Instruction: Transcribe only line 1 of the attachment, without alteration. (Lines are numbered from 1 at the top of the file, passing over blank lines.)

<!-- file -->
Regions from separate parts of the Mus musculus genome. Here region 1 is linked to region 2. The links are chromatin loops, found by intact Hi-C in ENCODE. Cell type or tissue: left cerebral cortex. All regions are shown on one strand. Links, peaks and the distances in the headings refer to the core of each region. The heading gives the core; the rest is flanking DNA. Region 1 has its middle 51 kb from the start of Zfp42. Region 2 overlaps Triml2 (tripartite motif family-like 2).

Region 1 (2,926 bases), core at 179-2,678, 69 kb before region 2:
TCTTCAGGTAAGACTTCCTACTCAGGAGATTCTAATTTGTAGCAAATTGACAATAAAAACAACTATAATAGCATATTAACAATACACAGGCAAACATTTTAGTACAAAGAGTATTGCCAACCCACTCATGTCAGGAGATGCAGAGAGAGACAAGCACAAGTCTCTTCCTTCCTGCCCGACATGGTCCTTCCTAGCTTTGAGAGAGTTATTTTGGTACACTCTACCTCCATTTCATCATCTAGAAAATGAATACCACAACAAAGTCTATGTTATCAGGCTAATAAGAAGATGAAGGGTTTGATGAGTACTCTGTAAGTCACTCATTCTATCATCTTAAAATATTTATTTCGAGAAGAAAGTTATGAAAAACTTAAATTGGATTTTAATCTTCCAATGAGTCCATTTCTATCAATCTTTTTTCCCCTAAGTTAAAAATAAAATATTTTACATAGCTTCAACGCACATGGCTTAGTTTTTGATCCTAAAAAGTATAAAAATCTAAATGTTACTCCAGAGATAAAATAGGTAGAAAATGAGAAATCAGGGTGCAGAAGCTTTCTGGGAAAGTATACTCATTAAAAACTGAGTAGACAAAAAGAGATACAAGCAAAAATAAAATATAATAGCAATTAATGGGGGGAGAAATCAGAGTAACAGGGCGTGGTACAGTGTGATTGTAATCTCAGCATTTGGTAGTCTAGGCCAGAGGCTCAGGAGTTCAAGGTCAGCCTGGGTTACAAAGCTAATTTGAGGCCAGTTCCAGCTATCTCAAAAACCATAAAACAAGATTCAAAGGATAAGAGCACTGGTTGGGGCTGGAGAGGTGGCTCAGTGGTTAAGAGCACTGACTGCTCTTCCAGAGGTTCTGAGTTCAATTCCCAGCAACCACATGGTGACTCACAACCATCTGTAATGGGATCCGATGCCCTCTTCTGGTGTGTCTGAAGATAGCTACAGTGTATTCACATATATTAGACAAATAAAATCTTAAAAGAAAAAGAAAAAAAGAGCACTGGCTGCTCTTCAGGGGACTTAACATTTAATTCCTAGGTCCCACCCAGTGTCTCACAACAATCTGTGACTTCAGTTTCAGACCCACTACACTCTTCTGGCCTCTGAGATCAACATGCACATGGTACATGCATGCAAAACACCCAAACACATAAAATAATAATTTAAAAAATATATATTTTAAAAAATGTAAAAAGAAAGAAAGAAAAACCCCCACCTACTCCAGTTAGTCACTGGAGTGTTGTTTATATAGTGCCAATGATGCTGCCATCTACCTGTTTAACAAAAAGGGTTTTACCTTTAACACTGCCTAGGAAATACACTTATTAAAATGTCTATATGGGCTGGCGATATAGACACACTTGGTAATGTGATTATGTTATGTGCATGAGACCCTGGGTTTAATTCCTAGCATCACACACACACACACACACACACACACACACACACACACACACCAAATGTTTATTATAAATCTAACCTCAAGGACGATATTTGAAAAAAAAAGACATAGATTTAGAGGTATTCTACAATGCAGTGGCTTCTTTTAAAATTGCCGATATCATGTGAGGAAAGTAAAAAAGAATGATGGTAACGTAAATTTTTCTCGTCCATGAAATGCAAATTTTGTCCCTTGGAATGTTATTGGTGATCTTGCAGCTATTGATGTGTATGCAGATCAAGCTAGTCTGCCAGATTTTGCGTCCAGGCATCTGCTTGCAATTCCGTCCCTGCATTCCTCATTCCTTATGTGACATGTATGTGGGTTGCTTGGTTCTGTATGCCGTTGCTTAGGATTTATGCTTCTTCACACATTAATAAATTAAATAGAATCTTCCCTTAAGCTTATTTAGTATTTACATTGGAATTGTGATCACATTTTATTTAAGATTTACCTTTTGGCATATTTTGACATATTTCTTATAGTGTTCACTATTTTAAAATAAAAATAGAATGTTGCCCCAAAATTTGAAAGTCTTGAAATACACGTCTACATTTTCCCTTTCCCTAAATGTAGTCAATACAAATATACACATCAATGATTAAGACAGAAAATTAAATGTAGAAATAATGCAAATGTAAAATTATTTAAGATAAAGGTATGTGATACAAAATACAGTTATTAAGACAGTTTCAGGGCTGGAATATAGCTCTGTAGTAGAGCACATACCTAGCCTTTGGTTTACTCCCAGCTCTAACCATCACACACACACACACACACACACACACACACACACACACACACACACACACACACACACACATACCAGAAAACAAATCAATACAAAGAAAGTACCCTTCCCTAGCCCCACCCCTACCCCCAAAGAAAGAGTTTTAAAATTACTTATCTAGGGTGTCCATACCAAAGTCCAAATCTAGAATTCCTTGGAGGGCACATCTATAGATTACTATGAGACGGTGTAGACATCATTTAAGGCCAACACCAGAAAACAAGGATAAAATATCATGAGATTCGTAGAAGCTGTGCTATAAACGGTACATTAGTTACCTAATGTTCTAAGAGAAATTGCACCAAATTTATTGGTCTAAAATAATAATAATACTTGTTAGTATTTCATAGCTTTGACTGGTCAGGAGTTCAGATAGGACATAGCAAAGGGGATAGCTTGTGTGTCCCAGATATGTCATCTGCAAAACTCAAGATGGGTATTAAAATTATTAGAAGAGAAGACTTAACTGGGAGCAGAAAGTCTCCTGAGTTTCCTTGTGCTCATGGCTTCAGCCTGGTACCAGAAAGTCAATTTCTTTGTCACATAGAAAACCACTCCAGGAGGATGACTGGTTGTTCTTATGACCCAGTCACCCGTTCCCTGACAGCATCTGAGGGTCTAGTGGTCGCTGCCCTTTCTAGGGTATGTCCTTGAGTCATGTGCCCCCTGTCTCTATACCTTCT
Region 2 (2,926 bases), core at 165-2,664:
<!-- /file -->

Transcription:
Regions from separate parts of the Mus musculus genome. Here region 1 is linked to region 2. The links are chromatin loops, found by intact Hi-C in ENCODE. Cell type or tissue: left cerebral cortex. All regions are shown on one strand. Links, peaks and the distances in the headings refer to the core of each region. The heading gives the core; the rest is flanking DNA. Region 1 has its middle 51 kb from the start of Zfp42. Region 2 overlaps Triml2 (tripartite motif family-like 2).